Within moments of the Duesenberg Model J’s debut at the New York Auto Show on December 1, 1928, the world’s business moguls, movie stars, and social elite lined up for their chance to own the glamorous new “supercar” from Indianapolis. At the heart of the Model J lay a 420 cubic-inch, Lycoming-built inline eight-cylinder engine featuring twin overhead camshafts and four valves per cylinder, rated at an astonishing 265 horsepower in naturally aspirated form. The Duesenberg brothers paired their magnificent engine with a highly advanced chassis featuring powerful, cockpit-adjustable hydraulic drum brakes and fully automatic chassis lubrication that operated every 30-60 miles – features years ahead of their time. The Model J vanquished nearly everything else on the road and was the fastest, most exclusive, and most expensive car in America. Unfortunately for E.L. Cord, the car arrived on the eve of the Great Depression, and at nearly $10,000 for a chassis alone, and Cord’s dream of 500 vehicles per year was shattered. In reality, production topped off at just 481 cars in total, and sales gradually trickled on through the late 1930s. Today, the Model J and its derivatives stand as the Gold Standard of Classic Era automobiles. They hold a place of pride among the most iconic and desirable motorcars ever produced in America and are an enduring symbol of the style and grandeur of the 1930s.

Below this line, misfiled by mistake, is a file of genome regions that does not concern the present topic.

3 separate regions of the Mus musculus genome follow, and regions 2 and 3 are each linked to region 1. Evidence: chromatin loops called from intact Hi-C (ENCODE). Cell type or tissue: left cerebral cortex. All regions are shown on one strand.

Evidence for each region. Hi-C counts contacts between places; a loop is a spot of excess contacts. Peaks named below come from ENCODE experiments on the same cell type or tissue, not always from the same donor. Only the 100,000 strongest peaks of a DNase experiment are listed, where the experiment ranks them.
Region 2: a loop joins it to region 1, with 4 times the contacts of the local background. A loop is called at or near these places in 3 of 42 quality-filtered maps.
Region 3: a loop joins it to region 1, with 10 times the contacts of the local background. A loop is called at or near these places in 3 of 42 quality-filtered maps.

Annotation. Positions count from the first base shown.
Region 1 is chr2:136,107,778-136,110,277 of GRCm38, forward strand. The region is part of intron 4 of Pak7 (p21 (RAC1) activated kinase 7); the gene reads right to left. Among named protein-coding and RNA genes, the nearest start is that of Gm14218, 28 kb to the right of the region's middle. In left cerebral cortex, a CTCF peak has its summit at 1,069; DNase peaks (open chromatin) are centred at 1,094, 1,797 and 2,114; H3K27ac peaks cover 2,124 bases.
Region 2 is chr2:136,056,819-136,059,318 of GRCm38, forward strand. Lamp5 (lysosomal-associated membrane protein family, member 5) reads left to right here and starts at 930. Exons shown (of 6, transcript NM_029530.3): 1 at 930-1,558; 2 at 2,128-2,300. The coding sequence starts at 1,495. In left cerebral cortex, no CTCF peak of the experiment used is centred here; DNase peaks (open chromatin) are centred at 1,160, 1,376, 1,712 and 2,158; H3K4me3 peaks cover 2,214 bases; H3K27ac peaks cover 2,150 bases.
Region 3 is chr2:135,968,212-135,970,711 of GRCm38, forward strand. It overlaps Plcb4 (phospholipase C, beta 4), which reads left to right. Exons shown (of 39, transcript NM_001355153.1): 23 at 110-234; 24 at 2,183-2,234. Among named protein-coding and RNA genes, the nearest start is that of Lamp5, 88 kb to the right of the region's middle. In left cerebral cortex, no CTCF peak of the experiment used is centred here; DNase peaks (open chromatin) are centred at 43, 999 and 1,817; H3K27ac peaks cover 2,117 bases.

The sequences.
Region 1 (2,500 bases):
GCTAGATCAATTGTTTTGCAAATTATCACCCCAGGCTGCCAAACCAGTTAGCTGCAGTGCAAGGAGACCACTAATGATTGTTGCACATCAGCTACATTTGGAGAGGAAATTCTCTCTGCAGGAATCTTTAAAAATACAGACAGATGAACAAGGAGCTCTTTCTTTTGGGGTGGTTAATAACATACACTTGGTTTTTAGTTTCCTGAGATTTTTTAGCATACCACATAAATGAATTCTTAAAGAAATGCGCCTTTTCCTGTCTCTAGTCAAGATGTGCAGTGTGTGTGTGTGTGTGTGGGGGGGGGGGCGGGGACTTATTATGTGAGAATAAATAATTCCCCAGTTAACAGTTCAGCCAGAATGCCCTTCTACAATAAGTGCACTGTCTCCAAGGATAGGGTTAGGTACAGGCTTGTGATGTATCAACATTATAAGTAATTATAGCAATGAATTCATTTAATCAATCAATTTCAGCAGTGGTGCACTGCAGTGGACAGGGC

Chassis number 2377/J-360 is a uniquely appealing Model J that benefits from decades of enthusiastic use. Many enthusiasts know this car as the “Ben-Hur Duesenberg” as it was purchased new by Lew Wallace Jr., grandson of Maj. Gen. Lew Wallace, a Civil War-era Union General and author of the classic benchmark novel Ben-Hur: A Tale of the Christ. Historical records show this is one of fourteen long-wheelbase Model J’s originally fitted with Murphy’s handsome Convertible Berline coachwork. As a 9th series car, it was custom ordered and built to the buyer’s exact specifications. Today it retains its original, numbers-matching engine, original crankshaft, chassis, firewall, and coachwork and is offered with a marvelous patina earned through years of driving enjoyment. In fact, in the 20-plus years with its most recent custodian, 2377 has racked up an estimated 35,000 miles, touring all over the United States, England, Ireland, Norway, and Sweden.